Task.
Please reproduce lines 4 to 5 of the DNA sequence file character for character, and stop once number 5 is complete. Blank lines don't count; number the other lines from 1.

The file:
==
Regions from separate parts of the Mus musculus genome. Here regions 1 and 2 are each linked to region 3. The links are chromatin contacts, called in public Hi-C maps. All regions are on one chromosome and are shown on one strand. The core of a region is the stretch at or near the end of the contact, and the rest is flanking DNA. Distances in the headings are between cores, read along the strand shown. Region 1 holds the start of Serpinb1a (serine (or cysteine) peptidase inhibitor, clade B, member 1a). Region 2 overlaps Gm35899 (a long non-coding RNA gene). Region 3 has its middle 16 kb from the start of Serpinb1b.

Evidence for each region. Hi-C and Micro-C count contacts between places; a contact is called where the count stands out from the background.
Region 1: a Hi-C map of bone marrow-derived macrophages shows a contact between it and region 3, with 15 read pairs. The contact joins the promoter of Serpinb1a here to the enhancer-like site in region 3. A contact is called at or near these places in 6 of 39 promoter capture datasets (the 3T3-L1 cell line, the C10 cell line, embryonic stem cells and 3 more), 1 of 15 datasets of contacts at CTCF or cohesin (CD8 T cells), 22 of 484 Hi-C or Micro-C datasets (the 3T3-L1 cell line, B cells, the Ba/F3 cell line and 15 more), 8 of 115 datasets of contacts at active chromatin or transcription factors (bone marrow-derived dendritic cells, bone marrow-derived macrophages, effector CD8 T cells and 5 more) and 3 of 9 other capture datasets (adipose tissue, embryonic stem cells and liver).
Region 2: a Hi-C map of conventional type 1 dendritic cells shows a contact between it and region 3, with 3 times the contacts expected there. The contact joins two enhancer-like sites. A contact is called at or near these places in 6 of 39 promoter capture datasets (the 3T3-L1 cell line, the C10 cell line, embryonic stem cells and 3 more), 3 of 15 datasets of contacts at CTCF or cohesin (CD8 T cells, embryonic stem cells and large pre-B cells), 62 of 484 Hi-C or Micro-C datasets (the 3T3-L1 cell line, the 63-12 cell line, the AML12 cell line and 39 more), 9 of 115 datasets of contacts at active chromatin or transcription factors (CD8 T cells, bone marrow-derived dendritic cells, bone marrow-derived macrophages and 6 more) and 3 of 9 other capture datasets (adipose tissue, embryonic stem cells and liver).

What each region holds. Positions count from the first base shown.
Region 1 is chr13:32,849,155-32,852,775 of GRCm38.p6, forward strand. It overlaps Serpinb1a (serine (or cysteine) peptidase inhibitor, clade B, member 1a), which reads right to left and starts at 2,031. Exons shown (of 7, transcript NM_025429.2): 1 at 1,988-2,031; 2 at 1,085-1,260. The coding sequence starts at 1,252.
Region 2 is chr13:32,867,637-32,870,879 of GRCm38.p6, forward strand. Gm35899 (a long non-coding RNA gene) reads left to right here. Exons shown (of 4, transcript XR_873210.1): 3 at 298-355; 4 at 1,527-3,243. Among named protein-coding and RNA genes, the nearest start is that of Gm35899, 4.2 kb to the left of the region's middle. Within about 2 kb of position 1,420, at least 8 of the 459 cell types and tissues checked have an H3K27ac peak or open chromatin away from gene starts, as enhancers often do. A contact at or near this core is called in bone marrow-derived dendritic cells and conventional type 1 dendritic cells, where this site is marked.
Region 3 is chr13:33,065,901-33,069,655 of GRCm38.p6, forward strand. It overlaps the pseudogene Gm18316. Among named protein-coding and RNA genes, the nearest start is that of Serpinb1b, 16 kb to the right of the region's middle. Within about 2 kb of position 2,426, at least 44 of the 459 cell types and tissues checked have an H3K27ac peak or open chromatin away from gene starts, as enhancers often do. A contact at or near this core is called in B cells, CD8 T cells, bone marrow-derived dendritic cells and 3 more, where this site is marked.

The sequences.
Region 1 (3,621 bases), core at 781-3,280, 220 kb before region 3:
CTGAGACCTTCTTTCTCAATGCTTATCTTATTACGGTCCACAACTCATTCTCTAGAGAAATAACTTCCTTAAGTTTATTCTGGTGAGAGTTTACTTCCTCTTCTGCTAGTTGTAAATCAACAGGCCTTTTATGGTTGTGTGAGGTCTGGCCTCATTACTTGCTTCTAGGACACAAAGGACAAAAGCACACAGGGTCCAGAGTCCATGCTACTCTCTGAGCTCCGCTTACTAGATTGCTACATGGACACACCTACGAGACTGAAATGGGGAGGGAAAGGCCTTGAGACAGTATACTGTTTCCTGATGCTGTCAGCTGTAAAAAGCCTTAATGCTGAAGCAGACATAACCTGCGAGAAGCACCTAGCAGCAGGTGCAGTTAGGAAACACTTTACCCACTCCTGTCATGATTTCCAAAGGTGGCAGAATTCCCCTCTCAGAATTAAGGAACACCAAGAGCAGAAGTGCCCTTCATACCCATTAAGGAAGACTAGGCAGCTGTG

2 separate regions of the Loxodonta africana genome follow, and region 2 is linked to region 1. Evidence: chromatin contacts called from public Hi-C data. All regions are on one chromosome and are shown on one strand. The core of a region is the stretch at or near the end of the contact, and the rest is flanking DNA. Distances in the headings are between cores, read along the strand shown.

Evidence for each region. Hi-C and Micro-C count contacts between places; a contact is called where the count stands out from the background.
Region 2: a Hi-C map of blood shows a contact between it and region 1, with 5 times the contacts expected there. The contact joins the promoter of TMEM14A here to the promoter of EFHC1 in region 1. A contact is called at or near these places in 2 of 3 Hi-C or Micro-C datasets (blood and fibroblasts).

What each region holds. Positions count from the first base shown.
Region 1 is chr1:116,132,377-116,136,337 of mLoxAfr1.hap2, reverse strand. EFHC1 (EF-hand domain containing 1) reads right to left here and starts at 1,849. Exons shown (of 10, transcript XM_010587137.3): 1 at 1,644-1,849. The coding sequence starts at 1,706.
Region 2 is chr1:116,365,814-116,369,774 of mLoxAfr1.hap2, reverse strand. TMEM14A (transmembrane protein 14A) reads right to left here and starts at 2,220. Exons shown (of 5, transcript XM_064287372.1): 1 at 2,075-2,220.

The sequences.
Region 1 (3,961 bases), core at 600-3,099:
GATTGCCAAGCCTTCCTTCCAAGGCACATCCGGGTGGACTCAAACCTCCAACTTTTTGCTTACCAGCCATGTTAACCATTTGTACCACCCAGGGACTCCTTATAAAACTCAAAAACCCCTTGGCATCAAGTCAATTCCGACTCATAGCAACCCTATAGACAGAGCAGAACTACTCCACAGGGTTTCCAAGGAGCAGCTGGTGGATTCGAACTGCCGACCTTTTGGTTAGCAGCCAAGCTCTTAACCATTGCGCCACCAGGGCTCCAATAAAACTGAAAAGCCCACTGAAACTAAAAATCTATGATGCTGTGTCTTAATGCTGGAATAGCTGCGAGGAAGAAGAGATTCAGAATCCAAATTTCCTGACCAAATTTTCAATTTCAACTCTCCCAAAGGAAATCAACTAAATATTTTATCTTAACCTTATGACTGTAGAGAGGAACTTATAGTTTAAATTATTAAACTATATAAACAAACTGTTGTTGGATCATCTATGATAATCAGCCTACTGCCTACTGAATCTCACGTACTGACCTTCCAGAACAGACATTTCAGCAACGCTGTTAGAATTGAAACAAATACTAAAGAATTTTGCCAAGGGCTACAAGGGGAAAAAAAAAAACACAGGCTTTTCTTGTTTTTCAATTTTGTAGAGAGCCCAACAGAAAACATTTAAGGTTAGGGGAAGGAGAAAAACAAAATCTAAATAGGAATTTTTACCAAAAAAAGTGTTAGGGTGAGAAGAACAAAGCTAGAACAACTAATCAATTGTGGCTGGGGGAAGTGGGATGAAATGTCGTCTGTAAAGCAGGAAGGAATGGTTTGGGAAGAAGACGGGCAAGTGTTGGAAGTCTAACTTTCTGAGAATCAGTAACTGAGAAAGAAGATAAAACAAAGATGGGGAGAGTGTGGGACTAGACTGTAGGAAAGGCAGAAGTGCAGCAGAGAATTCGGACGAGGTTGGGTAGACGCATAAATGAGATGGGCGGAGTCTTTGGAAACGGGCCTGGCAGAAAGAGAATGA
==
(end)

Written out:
Region 2: a Hi-C map of conventional type 1 dendritic cells shows a contact between it and region 3, with 3 times the contacts expected there. The contact joins two enhancer-like sites. A contact is called at or near these places in 6 of 39 promoter capture datasets (the 3T3-L1 cell line, the C10 cell line, embryonic stem cells and 3 more), 3 of 15 datasets of contacts at CTCF or cohesin (CD8 T cells, embryonic stem cells and large pre-B cells), 62 of 484 Hi-C or Micro-C datasets (the 3T3-L1 cell line, the 63-12 cell line, the AML12 cell line and 39 more), 9 of 115 datasets of contacts at active chromatin or transcription factors (CD8 T cells, bone marrow-derived dendritic cells, bone marrow-derived macrophages and 6 more) and 3 of 9 other capture datasets (adipose tissue, embryonic stem cells and liver).

What each region holds. Positions count from the first base shown.